The Egyptian market is full of opportunities for growth, making it one of the most important markets in the Middle East and Africa. This is especially pertinent for Andy Yan, vice president of Transsion Holdings and owner of the Infinix trademark, considering the relatively low distribution of smartphones in the country, and the government’s steps to introduce 4G mobile services to Egypt imminently.
How does your company evaluate the Egyptian market?
Infinix is operating strongly in the Egyptian market. Egypt is one of the largest markets in the Middle East and Africa with more than 94 million mobile users, even though the prevalence of smartphones remains below 50% of the total number of mobile users, thus assuring new opportunities for growth.
Moreover, the Egyptian market is preparing for the launch of 4G services, which will allow for further opportunities for growth, especially as the majority of smartphones in Egypt only have 3G capabilities.
Infinix operates in Egypt, Saudi Arabia, the United Arab Emirates, and Morocco. The company plans to expand further in the Arab region by the end of this year. We are currently studying a number of Arab markets in Africa, like Algeria, among other countries in North Africa. Currently, we offer our products in more than 12 African countries.
What was the size of sales in the first half of 2016 and do you plan to increase this?
Infinix’s sales ranged from 35,000-45,000 devices a month during the first quarter of this year, while the second quarter of the year, this increased to 80,000-120,000 devices a month.
We plan to increase our sales during the second half of this year to reach between 1.2 and 1.5m devices.
Have the poor economic conditions in Egypt affected your business activities?
Though Egypt is currently subject to unstable economic conditions, the market still has many opportunities for growth, so we are committed to providing our products and maintaining our investments in the Egyptian market.
Many African markets have experienced similarly poor economic conditions which slowed our expansion in these markets. Instead, we boosted our expansion in Asia, especially East Asia, as well as in South American countries.
How is the competition in the Egyptian market, especially as your market share is not large?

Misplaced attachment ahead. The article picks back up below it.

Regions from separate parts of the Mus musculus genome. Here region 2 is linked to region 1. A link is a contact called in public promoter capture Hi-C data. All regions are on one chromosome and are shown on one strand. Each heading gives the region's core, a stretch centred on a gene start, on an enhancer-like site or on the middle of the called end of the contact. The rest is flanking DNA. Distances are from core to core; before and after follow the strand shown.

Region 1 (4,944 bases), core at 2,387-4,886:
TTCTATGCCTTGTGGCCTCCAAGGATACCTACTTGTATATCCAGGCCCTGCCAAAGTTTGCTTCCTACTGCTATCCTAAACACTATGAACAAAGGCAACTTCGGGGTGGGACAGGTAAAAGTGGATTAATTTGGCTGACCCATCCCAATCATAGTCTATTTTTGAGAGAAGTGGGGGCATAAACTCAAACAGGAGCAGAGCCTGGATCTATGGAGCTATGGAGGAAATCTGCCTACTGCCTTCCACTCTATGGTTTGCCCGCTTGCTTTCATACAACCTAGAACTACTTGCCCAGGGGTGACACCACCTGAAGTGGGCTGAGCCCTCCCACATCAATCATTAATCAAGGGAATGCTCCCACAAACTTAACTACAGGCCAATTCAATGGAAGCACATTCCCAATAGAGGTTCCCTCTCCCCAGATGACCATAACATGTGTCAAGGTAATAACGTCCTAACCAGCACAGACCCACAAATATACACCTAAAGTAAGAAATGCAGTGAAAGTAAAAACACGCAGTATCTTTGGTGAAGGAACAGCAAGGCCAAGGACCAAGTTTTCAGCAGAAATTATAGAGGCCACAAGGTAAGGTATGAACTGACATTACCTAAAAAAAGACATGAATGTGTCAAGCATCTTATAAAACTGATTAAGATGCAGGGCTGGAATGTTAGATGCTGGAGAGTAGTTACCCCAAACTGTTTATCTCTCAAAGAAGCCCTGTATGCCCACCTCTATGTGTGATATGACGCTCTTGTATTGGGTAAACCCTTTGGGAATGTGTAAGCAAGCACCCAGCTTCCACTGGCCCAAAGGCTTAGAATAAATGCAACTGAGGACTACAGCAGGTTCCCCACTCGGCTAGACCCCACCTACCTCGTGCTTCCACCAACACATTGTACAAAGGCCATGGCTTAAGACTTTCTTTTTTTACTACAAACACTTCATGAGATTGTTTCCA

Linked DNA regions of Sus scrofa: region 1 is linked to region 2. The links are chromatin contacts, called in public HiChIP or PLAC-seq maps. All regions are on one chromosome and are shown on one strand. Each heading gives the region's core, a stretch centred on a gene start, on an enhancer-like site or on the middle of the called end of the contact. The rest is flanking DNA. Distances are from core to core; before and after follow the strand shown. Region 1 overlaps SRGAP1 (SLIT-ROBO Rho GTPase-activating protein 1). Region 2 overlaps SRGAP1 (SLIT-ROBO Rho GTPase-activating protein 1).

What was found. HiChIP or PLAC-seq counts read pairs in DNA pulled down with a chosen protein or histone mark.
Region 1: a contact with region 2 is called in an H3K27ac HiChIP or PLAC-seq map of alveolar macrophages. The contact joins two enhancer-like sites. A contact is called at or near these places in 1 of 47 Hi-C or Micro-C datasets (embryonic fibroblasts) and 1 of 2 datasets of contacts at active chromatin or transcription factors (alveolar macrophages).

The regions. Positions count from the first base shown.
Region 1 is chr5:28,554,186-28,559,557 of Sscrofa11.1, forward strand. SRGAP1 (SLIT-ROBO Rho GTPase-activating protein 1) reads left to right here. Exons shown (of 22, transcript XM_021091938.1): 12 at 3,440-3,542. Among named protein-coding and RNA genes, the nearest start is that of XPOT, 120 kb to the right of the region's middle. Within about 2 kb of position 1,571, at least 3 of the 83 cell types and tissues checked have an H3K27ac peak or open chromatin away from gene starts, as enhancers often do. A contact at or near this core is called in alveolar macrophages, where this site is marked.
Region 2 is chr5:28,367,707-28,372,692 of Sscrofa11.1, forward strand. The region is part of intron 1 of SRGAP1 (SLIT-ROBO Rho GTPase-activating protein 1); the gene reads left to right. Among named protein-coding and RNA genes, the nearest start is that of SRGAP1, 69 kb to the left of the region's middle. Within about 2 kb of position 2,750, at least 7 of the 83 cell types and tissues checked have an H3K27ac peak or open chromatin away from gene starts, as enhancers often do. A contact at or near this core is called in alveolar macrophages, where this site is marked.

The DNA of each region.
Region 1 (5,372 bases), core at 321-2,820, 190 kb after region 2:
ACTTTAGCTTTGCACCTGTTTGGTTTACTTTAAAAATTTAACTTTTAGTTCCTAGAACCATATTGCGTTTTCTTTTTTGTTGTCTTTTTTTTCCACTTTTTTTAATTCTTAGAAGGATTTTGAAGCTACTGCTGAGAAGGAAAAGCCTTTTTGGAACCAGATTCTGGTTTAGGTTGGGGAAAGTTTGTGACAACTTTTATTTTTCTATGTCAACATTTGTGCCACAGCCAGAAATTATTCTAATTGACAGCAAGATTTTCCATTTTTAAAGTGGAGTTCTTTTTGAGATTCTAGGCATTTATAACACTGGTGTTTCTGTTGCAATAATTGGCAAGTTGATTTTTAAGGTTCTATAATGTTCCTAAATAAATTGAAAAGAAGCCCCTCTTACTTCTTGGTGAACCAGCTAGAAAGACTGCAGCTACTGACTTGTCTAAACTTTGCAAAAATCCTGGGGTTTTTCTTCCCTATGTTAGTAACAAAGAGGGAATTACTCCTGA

Transsion Holdings owns several mobile brands, as well as value-added services in the information technology sector. Our parent company has two brands in Egypt, Tecno and Infinix, which affords us a substantial market share in the Egyptian market.
There are many powerful competitors in the Egyptian market, and the competition is in the consumer’s favour. We want to know the Egyptian consumer’s needs and meet them with available local devices at affordable prices.
Infinix works to offer smartphones at affordable prices for Egyptians of all classes, as well as offering good services for customers. We periodically conduct research on the Egyptian market to evaluate customer satisfaction and demands.
Infinix seeks to have the highest smartphone sales in the domestic and regional markets until we can control the global market. It is not an easy process and requires significant effort.
Why does the parent company have two mobile phone brands?
Transsion Holdings has Tecno and Infinix in the Egyptian market, so as to provide a broad base of products at competitive prices to Egyptian consumers. Both companies have separate centres for research and development (R&D).
Moreover, as the Egyptian market is large and we seek to attain a sufficient market share, we therefore have two different brands belonging to the same parent company. Tecno produces smartphones, as well as traditional models, while Infinix produces smart devices.
What are your plans for after-sale services?
We are communicating with some sales centres for them to distribute and sell Infinix mobile phones which will help us expand across all provinces. Our mobile phones were only available online only via some e-commerce companies. Our products currently cover some Upper Egypt provinces, as well as the Delta and Alexandria.
What about the prices of your products?
Our prices depend on the economic condition of the country where they are being sold. Smartphone prices range betweem EGP 800 and EGP 2,500. These prices may increase or decrease depending on the stability of the US dollar exchange rate.
The Ministry of Communications and Information Technology has plans to locally manufacture electronic devices. What do you think of this step?
Egypt has many assets which could help it become a manufacturing centre in the Middle East and Africa. However, this will not be easy, as there must be feeding industries for the mobile phone industry. The country should also provide investment incentives for manufacturers to encourage them to produce their devices locally. Besides that, it is a major investment opportunity and Egypt can benefit from it.